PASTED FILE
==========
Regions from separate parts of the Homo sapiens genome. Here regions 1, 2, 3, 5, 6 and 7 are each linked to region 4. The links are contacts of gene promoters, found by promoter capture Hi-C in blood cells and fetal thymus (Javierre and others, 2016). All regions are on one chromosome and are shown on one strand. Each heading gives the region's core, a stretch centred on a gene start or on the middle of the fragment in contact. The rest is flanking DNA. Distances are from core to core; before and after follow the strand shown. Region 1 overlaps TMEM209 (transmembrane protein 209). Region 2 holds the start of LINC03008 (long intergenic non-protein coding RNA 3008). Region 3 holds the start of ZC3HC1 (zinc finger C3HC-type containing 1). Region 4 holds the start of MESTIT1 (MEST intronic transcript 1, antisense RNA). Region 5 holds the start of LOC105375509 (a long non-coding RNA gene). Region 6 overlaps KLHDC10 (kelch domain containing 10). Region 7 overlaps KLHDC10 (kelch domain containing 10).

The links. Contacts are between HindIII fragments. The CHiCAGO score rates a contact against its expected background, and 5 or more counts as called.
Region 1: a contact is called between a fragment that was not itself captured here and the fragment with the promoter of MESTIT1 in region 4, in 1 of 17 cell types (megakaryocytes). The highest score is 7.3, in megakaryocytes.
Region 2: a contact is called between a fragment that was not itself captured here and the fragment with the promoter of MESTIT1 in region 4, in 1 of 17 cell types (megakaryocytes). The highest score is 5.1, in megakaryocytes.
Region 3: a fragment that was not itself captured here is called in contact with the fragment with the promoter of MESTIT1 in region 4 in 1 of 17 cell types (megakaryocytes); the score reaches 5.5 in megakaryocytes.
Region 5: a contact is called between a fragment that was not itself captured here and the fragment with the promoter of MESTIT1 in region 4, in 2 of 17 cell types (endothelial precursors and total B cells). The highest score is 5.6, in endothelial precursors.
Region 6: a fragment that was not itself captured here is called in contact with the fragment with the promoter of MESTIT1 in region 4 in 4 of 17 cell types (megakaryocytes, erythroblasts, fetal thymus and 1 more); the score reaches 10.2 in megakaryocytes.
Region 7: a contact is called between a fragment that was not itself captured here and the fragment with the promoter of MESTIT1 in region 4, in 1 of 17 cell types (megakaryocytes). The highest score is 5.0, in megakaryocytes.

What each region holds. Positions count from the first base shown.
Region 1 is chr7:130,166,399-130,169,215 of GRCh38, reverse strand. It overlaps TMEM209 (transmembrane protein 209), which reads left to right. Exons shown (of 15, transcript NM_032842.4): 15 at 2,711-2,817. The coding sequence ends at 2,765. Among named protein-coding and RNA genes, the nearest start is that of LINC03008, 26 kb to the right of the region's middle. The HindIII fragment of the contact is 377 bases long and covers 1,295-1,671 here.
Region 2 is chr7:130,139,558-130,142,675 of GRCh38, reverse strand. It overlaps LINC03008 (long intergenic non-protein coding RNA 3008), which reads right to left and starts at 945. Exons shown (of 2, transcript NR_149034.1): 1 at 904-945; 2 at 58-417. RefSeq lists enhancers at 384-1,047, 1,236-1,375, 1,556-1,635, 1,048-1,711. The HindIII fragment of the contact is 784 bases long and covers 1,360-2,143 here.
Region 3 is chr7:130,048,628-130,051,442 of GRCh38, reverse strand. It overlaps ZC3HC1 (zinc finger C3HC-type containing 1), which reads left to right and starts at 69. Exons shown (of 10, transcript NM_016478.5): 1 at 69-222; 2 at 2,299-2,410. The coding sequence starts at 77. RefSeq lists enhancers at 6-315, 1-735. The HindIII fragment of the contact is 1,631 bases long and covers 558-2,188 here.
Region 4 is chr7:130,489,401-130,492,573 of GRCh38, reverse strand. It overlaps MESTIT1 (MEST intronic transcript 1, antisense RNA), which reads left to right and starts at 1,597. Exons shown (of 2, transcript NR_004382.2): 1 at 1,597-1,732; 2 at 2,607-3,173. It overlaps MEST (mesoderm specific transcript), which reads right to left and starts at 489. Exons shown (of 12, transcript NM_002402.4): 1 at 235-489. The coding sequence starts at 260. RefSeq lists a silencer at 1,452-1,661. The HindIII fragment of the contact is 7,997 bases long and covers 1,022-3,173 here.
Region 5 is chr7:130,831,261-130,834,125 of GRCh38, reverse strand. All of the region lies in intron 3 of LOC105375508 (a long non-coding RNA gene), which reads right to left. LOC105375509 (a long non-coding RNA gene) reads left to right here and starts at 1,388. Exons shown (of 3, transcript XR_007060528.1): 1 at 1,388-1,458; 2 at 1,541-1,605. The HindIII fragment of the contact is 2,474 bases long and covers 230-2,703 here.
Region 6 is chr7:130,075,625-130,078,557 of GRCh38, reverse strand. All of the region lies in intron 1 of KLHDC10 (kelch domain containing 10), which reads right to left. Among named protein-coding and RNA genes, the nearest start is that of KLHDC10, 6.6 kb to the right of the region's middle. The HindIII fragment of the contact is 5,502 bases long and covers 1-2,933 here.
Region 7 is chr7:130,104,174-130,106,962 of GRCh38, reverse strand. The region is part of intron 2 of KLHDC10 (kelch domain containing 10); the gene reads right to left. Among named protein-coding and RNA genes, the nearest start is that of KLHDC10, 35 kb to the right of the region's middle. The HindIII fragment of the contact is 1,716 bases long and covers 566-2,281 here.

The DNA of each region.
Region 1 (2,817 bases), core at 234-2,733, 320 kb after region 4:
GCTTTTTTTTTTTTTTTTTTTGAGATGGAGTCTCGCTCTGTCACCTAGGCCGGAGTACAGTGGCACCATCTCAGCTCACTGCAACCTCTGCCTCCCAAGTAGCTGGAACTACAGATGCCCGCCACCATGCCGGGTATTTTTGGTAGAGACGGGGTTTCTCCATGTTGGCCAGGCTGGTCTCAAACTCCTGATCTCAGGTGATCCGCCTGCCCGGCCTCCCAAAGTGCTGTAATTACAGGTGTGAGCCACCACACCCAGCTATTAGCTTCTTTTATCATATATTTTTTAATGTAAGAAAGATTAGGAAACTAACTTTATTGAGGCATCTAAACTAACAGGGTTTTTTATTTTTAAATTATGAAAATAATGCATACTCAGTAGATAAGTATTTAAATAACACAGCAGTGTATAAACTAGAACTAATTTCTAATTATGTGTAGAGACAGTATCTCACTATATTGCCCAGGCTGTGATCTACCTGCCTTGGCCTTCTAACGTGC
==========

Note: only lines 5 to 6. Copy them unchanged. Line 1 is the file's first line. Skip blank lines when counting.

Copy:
Region 3: a fragment that was not itself captured here is called in contact with the fragment with the promoter of MESTIT1 in region 4 in 1 of 17 cell types (megakaryocytes); the score reaches 5.5 in megakaryocytes.
Region 5: a contact is called between a fragment that was not itself captured here and the fragment with the promoter of MESTIT1 in region 4, in 2 of 17 cell types (endothelial precursors and total B cells). The highest score is 5.6, in endothelial precursors.